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Is Rosin choice as important on an Electric Cello?
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Leaviathan
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July 4, 2019 - 6:03 pm
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My NS Design Cello will be here in a couple weeks and want to decide on a rosin before then, is the rosin you use as important on an electric as it is on an acoustic?

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cid
July 4, 2019 - 7:43 pm
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I would think so. You still depend on the bow hairs “snagging” the strings. Have you Googled to find info on rosin for electric cellos. That is interesting though. I think I am going to do that now. Will let you know what I find out.

They call me, “Mellow Cello” 

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cid
July 4, 2019 - 7:47 pm
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Well, in some forum called “Quora” had two answers to that question, with an explanation. Here is the link to the question with the two answers given. 

https://www.quora.com/Do-you-n.....-cello-bow

If I find anything else, will let you know.

They call me, “Mellow Cello” 

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cid
July 4, 2019 - 7:57 pm
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@Leaviathan I just tried Googling rosin specifically for an electric cello. There was none that is made specifically for an electric cello. Since you use the same bow, and are bowing strings, it makes sense there would not be rosin specifically for electric cellos. I am assuming you can use whatever cello rosin works for you. 

I am sure any rosin manufacturer would be more fhan hapoy to create one and charge extra just to sell it, though.

They call me, “Mellow Cello” 

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Irv
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July 4, 2019 - 8:14 pm
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Any of the major brand dark rosin should work fine throughout the year unless you live somewhere very warm.  If so, a major brand light rosin may be in order.  If you need a bow or your existing bow needs a rehair, you may want to experiment with obtaining black horse hair.  Black hair has little demand, so better quality can be obtained for less money.  Sometimes, senseless bias can be made to work at ones advantage.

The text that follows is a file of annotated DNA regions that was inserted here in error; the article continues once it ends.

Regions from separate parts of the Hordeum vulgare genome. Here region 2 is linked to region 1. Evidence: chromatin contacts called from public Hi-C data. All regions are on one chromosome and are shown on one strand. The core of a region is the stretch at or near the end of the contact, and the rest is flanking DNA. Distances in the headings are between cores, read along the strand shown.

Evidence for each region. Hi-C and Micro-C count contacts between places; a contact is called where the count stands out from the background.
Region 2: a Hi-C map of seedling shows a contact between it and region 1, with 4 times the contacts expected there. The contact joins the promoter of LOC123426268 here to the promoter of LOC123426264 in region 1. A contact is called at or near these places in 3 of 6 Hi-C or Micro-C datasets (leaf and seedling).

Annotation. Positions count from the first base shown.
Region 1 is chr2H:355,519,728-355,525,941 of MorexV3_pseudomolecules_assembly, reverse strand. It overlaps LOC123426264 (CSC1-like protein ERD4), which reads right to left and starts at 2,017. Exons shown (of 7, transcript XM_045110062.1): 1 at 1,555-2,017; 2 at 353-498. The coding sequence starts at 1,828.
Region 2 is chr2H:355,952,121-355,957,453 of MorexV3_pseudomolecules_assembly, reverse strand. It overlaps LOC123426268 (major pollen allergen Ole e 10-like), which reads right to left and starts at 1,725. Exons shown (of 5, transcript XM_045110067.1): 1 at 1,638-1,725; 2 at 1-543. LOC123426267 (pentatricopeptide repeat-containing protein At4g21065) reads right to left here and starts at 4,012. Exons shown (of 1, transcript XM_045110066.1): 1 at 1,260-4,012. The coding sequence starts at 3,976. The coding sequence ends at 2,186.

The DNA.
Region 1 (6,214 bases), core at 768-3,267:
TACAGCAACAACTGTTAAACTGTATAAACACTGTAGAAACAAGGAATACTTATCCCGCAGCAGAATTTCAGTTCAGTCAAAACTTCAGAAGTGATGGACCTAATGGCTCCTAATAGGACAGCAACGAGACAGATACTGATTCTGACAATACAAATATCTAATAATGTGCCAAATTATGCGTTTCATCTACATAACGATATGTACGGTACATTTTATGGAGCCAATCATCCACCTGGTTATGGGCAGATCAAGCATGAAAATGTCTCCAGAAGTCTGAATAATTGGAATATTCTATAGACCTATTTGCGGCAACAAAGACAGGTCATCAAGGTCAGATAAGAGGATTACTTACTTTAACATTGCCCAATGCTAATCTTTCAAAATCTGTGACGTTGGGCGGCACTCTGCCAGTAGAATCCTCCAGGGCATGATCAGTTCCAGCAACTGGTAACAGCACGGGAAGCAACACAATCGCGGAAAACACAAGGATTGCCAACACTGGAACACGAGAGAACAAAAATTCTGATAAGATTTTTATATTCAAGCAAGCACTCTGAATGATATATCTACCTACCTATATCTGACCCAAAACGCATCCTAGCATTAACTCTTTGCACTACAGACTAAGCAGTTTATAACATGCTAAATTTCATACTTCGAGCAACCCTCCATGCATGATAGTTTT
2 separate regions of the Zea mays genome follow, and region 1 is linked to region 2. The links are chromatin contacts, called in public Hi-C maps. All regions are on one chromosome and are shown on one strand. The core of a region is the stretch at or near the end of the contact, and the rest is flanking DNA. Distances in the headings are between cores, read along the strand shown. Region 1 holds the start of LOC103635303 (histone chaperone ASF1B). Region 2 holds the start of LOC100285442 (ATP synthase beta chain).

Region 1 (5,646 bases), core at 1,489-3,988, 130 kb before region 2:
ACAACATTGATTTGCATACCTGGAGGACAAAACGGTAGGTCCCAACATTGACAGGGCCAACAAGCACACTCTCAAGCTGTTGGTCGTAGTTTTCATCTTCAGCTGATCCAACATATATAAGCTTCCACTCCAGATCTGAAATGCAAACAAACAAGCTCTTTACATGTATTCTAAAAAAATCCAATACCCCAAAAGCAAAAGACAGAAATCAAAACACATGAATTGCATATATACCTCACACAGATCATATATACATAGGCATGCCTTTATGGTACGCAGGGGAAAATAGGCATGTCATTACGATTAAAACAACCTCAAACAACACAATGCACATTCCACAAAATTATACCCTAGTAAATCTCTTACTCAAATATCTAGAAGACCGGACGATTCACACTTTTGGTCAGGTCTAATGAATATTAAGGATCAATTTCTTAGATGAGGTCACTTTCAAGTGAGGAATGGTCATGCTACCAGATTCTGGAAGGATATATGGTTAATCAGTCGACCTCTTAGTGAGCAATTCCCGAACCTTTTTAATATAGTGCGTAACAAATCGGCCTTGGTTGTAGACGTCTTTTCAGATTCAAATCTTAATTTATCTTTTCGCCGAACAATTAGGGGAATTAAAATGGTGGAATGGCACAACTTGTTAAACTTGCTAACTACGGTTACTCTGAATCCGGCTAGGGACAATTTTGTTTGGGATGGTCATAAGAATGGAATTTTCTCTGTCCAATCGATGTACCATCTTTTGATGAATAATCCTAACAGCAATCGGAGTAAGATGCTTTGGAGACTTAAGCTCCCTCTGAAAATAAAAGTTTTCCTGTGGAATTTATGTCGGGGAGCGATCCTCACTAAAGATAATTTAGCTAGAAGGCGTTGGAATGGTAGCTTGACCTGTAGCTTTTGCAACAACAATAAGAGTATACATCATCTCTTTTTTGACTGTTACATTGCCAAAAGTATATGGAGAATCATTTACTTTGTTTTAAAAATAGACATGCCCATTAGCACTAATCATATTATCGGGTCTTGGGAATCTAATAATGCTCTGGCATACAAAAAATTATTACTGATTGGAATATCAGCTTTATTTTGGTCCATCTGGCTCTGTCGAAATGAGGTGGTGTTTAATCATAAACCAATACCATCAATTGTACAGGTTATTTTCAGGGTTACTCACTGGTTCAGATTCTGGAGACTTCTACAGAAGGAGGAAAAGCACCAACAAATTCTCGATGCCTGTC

Research is what I’m doing when I don’t know what I’m doing.  —Werner von Braun

Without deviation from the norm, progress is not possible.         —Frank Zappa

Experience is a difficult teacher, it gives the test first and the lesson after.

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Leaviathan
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July 5, 2019 - 7:09 am
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I didn't know if quality rosin would make a difference or not, lots of people on here like Yumba, but Jade is supposed to be good as well. There's a $20 price difference so I was looking to find out if the subtle differences you would notice in the tone of an acoustic cello based on which rosin you use, would be the same with an electric.

On an acoustic, the tone resonates through the chamber, on an electric it's all about the strings and pickups. I do have quality amps to put it through.

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Irv
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July 5, 2019 - 7:28 am
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I will admit to some experimentation in that regard, but I cannot hear any difference (yet).  But I am having a lot of fun with a $12 set of strings.  Your results may vary.

If you are new to the cello, consider starting out at a lower pitch until you gain strength in your fingers.  I started out at a=434 and Holly started at a=432.  You will likely find that there is no need for an amp for practice.  I also found the weight of a cello bow tiring on my right thumb and substituted a violin bow once in a while.  

If you have started on a violin, many thing are similar with the cello and the bass clef is not the major obstacle I thought it would be.  

Nice choice of instrument, by the way.  Enjoy.

Research is what I’m doing when I don’t know what I’m doing.  —Werner von Braun

Without deviation from the norm, progress is not possible.         —Frank Zappa

Experience is a difficult teacher, it gives the test first and the lesson after.

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cid
July 5, 2019 - 7:36 am
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@Leaviathan I use Jade with my cello. It was the first one I was introduced to. I have found that it depends on the strings, too. I tried Holstein Premium on my cello. It built up too easily and caked in the strings. I tried a rosin that was given to me, can’t remember the name, same thing. The Jade and the Guillaume worked fine.